Check out our selection of great blog posts for revisiting New York’s lost history and boisterous past!
The recently rebuilt boat landings on the Lake in Central Park have inspired art historian Maureen Meister to analyze how people think about reconstructions. Why are some praiseworthy and others cheesy? Quality and intent both matter. When reconstructions are grounded in a people’s attachment to a special place, such as Central Park, the new work can be splendid and even admirable.
As impoverished Italians poured into New York and other major cities in the late 19th and early 20th centuries, the already established Irish became their mentors and tormentors—more so the latter, at first.
Judith Wellman sheds light on the virtually lost history of Weeksville, an independent free black community in nineteenth-century Brooklyn. Founded after slavery ended in New York State in 1827, Weeksville provided a space of safety, prosperity, education, and even power.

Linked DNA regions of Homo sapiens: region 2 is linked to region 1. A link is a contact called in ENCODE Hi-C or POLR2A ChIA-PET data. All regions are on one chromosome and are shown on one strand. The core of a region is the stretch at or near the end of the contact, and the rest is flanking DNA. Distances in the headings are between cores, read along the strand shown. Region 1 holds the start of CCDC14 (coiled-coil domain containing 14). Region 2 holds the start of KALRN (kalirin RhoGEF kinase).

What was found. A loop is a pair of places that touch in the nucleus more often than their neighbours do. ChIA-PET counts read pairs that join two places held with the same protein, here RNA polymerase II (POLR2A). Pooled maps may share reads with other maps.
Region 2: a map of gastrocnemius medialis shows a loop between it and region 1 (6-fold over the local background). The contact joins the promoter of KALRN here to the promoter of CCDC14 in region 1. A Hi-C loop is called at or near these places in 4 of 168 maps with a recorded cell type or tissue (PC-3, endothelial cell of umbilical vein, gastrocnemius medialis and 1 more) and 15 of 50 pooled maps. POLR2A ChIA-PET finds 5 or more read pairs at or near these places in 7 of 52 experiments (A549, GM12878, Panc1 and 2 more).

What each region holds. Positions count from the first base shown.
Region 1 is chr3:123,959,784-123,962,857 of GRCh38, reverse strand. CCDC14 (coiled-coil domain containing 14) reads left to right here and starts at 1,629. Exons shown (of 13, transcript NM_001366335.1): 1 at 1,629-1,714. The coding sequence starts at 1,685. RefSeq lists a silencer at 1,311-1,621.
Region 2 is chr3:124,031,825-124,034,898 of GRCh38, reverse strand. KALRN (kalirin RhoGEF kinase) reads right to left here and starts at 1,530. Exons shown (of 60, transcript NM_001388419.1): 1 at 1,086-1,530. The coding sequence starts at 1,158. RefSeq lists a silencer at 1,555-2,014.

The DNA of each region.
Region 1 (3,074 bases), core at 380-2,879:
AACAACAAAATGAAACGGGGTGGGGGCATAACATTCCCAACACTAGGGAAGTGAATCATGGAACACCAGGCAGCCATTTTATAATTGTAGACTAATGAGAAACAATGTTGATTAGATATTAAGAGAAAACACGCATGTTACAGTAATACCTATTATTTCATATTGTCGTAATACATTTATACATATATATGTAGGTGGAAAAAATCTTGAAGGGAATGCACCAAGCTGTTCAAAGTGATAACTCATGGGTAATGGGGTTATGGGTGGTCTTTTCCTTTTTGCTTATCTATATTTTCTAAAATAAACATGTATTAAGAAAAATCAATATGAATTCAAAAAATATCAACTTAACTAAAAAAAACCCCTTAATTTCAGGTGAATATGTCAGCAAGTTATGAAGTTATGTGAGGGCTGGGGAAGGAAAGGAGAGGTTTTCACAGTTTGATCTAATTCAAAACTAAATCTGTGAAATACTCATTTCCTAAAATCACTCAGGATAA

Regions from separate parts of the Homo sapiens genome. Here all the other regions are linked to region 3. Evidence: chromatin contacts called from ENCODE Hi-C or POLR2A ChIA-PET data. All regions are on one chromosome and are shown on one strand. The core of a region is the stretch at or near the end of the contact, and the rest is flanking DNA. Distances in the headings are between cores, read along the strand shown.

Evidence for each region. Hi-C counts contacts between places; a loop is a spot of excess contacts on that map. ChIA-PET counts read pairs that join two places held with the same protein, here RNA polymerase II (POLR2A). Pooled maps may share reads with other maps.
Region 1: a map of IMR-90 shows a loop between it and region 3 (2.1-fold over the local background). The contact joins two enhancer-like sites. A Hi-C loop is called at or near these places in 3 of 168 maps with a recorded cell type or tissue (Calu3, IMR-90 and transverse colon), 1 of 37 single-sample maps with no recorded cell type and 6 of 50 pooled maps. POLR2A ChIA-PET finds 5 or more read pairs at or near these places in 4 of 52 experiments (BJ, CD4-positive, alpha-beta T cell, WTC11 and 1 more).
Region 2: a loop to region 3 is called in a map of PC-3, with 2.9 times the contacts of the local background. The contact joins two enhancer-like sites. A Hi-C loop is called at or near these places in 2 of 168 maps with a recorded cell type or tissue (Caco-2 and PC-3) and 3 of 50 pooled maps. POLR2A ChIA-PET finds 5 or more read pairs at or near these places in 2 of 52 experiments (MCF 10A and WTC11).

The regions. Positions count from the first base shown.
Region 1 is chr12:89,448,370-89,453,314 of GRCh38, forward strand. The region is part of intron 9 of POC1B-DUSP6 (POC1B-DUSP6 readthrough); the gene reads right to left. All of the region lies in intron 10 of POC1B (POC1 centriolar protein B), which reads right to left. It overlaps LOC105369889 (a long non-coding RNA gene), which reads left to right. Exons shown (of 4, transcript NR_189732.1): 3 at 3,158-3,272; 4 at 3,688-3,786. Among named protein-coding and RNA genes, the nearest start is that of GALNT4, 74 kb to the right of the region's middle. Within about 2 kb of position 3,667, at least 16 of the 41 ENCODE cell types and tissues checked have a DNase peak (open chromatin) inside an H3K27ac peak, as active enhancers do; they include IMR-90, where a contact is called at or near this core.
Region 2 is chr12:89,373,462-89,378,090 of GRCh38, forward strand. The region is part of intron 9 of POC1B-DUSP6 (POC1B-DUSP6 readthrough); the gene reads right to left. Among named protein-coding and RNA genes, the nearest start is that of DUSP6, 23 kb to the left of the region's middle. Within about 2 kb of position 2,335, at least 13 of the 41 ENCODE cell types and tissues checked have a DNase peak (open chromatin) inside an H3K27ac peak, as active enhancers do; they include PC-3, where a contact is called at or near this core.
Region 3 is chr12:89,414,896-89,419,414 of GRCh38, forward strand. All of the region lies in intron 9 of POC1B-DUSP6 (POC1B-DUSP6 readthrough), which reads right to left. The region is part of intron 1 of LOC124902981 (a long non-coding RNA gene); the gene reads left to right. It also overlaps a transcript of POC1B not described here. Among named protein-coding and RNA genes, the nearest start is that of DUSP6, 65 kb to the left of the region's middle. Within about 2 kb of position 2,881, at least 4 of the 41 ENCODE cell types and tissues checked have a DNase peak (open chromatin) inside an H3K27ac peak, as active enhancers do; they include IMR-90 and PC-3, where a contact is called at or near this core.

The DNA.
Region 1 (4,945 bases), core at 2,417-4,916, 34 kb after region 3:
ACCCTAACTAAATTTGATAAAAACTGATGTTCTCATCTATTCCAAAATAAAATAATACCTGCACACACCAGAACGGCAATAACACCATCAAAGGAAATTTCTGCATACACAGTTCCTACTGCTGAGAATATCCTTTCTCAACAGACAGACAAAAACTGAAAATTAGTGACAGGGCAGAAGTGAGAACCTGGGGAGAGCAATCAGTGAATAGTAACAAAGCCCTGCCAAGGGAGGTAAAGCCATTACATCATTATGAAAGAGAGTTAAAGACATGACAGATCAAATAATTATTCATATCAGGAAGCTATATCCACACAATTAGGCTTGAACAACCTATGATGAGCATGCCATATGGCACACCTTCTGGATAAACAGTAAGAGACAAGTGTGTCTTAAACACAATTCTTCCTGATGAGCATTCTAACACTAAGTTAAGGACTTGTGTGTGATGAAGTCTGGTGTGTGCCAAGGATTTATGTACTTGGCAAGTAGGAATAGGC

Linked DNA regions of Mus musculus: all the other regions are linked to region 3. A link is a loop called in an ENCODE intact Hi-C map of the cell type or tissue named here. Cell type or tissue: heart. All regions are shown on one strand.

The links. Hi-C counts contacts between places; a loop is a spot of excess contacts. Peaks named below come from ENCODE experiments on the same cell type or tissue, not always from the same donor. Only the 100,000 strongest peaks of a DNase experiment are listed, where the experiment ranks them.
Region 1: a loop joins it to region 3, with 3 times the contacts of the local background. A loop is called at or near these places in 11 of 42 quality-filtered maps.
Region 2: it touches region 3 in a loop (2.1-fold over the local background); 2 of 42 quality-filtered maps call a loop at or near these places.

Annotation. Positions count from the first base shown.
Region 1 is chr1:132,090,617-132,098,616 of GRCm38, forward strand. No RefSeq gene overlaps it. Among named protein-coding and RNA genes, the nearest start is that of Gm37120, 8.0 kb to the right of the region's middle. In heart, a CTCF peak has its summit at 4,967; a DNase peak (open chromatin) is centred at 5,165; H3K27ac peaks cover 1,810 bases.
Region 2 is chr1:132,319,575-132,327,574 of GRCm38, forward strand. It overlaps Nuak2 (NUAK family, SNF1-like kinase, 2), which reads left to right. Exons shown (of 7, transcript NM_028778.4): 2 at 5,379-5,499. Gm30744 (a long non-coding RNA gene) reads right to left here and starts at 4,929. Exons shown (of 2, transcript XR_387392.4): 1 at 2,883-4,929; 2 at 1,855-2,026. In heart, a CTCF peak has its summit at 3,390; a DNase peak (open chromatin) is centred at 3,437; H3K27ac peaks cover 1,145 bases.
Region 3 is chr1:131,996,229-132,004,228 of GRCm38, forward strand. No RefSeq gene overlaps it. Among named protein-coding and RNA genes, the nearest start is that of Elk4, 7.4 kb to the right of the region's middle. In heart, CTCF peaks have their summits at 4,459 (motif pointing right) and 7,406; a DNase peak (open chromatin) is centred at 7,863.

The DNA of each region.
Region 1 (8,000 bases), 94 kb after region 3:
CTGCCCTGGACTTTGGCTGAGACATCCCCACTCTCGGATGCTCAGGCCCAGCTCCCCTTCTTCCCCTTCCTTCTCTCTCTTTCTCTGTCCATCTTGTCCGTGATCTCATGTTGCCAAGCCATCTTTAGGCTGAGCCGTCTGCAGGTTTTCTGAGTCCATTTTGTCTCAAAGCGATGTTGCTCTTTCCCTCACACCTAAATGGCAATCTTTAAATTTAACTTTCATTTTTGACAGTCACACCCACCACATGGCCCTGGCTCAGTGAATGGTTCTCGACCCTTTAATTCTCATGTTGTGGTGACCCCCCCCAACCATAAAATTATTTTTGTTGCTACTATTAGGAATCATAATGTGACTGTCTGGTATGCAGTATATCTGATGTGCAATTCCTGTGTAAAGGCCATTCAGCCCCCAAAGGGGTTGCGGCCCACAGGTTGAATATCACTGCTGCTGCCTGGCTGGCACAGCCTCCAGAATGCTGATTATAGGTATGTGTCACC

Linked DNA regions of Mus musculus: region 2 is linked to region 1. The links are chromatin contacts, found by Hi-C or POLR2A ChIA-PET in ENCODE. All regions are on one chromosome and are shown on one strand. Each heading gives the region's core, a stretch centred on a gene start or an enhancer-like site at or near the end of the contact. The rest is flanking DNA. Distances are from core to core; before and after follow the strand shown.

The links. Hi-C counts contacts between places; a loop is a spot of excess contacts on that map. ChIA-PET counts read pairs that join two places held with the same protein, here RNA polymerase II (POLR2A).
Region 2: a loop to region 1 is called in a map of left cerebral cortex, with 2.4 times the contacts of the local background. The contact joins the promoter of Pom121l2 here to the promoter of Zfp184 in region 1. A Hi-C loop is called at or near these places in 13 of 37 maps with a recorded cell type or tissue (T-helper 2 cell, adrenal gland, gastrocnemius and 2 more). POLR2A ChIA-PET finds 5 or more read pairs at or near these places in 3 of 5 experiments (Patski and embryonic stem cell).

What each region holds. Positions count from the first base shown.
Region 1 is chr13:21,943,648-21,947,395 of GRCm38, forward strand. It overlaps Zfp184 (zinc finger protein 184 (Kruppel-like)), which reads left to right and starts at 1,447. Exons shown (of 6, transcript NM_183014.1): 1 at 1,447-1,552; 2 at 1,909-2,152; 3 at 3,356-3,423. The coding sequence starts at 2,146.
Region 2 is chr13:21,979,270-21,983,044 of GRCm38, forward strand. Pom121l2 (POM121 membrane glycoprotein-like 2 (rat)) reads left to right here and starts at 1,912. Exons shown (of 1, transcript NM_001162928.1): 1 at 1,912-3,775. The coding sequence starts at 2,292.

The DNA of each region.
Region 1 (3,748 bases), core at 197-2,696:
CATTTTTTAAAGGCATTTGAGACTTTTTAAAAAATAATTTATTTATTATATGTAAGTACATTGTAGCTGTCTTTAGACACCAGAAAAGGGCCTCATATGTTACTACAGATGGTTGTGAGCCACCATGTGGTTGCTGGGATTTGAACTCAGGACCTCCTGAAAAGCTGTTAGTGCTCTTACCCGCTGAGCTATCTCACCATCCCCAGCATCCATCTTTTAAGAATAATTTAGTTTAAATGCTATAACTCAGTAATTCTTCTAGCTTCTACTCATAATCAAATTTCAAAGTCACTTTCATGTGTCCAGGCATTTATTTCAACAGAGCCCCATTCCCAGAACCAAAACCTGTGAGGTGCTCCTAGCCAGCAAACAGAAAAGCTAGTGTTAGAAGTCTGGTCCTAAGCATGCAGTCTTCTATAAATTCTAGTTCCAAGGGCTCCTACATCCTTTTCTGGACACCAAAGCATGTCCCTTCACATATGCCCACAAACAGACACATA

Nowadays, all one needs to do to get a sense of the real New York is to pay a visit to Katz’s Deli on Houston Street, where a prickly, pickle-y, briny Yiddish gestalt holds imperious sway in a churning sea of multi-racial, multi-ethnic customers and counter people.
Most New Yorkers think of South Street Seaport as only a touristy shopping mall. But the real South Street Seaport is a historic district with three piers and 11 blocks surrounded by Manhattan’s skyscrapers. It’s a treasure we must protect.
At the end of WWII, the United Nations needed a headquarters… And so began the race to host the United Nations, with over 200 American cities and towns fighting to become the UN’s new home, or the “capital of the world.”
For more on New York City’s remarkable history, intimate stories, and struggles check out these great books and use the discount code NYC17 to save 30% now through September 30th!